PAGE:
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Revolt and repression in Uzbekistan
AT LEAST 700 people were brutally massacred by government troops in Uzbekistan over the weekend.
Accurate information is hard to come by, as even before the shooting Uzbekistan was one of the most dictatorial states in the world. Now there has been a further clampdown with foreign and local TV transmissions blocked.
Rob Jones, CWI Russia
This trouble started when a group of armed people who, after having demanded the release of thousands of prisoners, decided to storm the city prison in the town of Andizhan. Hundreds of prisoners were released and went on to protest outside the city mayor's office. Troops then opened fire killing hundreds in Andizhan itself and repeating the massacre in other cities as people joined the protests.
Uzbekistan's President Islam Karimov claims that this was an uprising organised by Islamic fundamentalists. But for years he has used the threat of the growth of Islamic fundamentalism in the region, and particularly in the Ferganna Valley, as an excuse to clamp down on any form of opposition to his dictatorial rule.
It is hardly surprising that in one of the poorest nations of the world, the patience of the masses would eventually run out and they would try and take things into their own hands. Unfortunately, having no organizations capable of leading the opposition to Karimov's rule, the uprising ended in this brutal bloodbath.
Initial reports indicate that the protesters demanded that Russia be asked to be an intermediary in negotiations. However, the Russian Foreign Ministry quickly expressed its wish that the dispute be solved by whatever means necessary, and calling the Uzbek regime "soft".
Britain and the US also share a large degree of the blame for what has happened. Islam Karimov has been an ally of the USA in the Iraq war coalition and in the 'fight against terrorism". They have therefore turned a blind eye to his dictatorial methods.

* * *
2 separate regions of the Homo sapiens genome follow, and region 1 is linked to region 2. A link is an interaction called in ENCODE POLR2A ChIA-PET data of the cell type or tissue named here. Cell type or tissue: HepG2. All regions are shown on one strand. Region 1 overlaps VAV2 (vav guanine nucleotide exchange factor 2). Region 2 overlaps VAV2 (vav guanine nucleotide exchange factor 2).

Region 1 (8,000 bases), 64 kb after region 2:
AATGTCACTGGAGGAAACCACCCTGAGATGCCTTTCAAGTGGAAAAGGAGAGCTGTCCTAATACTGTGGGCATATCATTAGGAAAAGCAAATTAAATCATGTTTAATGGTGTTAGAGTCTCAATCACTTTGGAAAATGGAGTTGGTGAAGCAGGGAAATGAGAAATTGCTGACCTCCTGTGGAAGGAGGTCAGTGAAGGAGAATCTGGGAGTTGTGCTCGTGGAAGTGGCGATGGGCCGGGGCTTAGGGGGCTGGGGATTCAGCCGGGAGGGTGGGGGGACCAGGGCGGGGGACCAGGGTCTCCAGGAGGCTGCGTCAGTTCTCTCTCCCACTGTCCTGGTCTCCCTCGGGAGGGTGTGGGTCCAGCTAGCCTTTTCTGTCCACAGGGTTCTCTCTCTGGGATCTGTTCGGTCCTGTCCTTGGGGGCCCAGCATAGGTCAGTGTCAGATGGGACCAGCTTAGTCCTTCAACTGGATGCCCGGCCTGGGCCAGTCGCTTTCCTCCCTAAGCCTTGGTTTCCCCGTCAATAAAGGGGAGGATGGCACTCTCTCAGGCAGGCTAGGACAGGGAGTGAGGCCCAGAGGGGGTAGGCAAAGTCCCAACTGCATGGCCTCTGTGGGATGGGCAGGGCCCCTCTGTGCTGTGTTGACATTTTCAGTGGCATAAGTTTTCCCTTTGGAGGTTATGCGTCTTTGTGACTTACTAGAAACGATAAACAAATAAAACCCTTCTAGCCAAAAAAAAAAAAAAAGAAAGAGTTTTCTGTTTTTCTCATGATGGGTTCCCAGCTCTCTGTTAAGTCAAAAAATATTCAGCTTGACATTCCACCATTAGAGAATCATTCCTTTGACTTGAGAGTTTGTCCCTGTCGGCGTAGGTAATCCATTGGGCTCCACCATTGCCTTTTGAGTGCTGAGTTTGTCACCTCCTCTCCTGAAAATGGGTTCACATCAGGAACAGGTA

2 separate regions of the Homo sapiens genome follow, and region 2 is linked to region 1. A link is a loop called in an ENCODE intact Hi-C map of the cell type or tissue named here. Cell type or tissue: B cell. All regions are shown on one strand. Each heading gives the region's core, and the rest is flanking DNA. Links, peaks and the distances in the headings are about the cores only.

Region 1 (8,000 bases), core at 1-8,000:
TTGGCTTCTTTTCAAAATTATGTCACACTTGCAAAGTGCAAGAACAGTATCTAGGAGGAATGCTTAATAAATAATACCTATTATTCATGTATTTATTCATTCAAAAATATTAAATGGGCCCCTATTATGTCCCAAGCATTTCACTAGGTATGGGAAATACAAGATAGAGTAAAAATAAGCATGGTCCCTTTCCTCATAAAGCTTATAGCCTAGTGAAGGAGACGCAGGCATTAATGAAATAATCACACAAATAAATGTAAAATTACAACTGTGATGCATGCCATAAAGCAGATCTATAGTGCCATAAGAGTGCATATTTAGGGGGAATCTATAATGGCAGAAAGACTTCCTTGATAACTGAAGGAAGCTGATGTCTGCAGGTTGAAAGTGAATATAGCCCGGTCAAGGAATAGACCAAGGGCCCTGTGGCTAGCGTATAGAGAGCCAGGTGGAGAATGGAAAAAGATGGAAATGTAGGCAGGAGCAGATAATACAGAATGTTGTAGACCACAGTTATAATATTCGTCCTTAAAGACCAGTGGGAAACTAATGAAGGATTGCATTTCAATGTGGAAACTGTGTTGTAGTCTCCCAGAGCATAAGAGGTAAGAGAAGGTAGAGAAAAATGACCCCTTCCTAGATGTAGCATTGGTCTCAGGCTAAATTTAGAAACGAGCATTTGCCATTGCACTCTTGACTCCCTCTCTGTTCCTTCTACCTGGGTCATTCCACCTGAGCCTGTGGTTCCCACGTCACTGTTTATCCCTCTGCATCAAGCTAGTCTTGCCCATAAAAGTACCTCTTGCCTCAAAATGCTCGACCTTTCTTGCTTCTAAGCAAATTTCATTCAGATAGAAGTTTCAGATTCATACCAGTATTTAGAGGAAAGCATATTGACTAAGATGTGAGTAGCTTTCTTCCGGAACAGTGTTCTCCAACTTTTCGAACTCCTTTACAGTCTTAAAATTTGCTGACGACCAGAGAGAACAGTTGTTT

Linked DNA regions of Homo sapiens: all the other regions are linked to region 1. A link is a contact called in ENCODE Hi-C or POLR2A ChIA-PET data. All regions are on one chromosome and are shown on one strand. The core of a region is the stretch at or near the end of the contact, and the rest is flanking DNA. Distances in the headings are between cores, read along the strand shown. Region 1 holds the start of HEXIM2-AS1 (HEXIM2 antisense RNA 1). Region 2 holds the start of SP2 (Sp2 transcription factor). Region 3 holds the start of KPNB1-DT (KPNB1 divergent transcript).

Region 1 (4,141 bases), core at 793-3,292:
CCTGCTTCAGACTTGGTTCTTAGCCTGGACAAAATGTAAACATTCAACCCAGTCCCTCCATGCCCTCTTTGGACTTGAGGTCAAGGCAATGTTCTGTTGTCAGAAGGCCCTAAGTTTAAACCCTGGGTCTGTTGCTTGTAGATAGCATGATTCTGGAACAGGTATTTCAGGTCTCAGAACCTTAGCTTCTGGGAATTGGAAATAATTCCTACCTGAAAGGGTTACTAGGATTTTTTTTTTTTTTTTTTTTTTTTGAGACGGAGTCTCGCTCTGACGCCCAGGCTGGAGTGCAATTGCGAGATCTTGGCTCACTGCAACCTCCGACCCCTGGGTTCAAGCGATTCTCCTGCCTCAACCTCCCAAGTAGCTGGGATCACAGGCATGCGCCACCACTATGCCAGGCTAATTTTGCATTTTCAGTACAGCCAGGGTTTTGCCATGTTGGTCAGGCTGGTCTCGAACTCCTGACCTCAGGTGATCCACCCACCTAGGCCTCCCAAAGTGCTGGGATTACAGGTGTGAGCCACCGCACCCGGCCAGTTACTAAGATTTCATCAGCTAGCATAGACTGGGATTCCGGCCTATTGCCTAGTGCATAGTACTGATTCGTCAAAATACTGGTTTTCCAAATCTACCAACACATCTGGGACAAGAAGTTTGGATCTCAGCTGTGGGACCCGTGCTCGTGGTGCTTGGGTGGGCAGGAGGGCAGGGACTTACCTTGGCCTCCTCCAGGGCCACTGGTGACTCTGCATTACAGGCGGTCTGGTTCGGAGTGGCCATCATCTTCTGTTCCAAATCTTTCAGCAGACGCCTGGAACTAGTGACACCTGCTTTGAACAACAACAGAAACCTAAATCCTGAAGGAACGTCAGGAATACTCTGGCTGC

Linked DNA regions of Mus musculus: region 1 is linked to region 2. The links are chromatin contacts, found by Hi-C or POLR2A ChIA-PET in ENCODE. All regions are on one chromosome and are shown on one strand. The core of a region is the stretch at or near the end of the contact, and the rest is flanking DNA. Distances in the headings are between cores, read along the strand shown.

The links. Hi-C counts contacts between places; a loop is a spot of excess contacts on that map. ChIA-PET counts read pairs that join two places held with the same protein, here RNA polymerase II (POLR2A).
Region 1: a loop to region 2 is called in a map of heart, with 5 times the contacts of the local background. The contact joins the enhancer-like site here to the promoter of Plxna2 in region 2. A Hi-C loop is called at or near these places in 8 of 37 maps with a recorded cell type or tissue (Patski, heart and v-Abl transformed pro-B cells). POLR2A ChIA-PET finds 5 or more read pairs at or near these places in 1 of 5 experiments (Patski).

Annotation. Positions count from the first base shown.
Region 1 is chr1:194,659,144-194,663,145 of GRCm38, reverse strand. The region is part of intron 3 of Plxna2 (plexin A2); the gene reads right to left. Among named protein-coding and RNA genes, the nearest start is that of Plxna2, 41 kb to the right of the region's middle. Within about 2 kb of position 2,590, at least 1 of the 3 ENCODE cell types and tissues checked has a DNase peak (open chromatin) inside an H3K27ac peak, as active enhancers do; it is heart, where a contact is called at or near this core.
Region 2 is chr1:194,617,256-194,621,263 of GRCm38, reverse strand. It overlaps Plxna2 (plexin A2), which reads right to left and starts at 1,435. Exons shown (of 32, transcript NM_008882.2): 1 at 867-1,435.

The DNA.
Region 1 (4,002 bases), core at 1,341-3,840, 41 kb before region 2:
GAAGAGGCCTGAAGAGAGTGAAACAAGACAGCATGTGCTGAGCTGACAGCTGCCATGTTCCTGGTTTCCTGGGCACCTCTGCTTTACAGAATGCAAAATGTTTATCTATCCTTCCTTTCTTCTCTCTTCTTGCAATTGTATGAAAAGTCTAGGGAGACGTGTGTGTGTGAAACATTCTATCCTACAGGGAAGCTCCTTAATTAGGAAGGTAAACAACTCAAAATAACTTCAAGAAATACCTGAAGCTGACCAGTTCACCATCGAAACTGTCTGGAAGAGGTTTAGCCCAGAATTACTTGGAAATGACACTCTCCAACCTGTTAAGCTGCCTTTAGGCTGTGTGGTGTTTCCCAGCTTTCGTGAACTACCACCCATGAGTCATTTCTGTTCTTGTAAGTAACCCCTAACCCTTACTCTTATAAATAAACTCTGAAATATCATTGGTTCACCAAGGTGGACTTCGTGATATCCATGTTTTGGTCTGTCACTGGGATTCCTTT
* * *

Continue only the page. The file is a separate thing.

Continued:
The Blair Government recently even sacked Craig Murray as British Ambassador to Tashkent for being too "outspoken" in his criticisms of Karimov. Murray explains that the western powers have accepted Karimov's repressive measures because he has allowed the US an airbase in the country and because they are interested in the country's energy resources. Now the US merely requests that the two sides work out their differences "peacefully".
It is undoubtedly true that Islamic fundamentalists are building a base in the region and many of those who have fought in neighbouring Afghanistan were Uzbeks. Even before the collapse of the Soviet Union, the Ferganna Valley, the most densely populated area in Central Asia was home to many fundamentalists. But it is the extreme poverty that has resulted from the restoration of capitalism in the region and the repressive policies of Karimov that have caused the despair that drives people to support the fundamentalists.
There are however also reports that a section of Karimov's own clique have been secretly encouraging the fundamentalists. They, it is argued, believe that sooner or later Karimov will be overthrown by Uzbekistan's own version of neighbouring Kyrghizia's revolution and are therefore preparing the ground so that they end up on the right side.
But for now it is inevitable that, until a class force that can lead the struggle for the genuine liberation of this region from capitalism emerges, there will be more such clashes and brutal repression.
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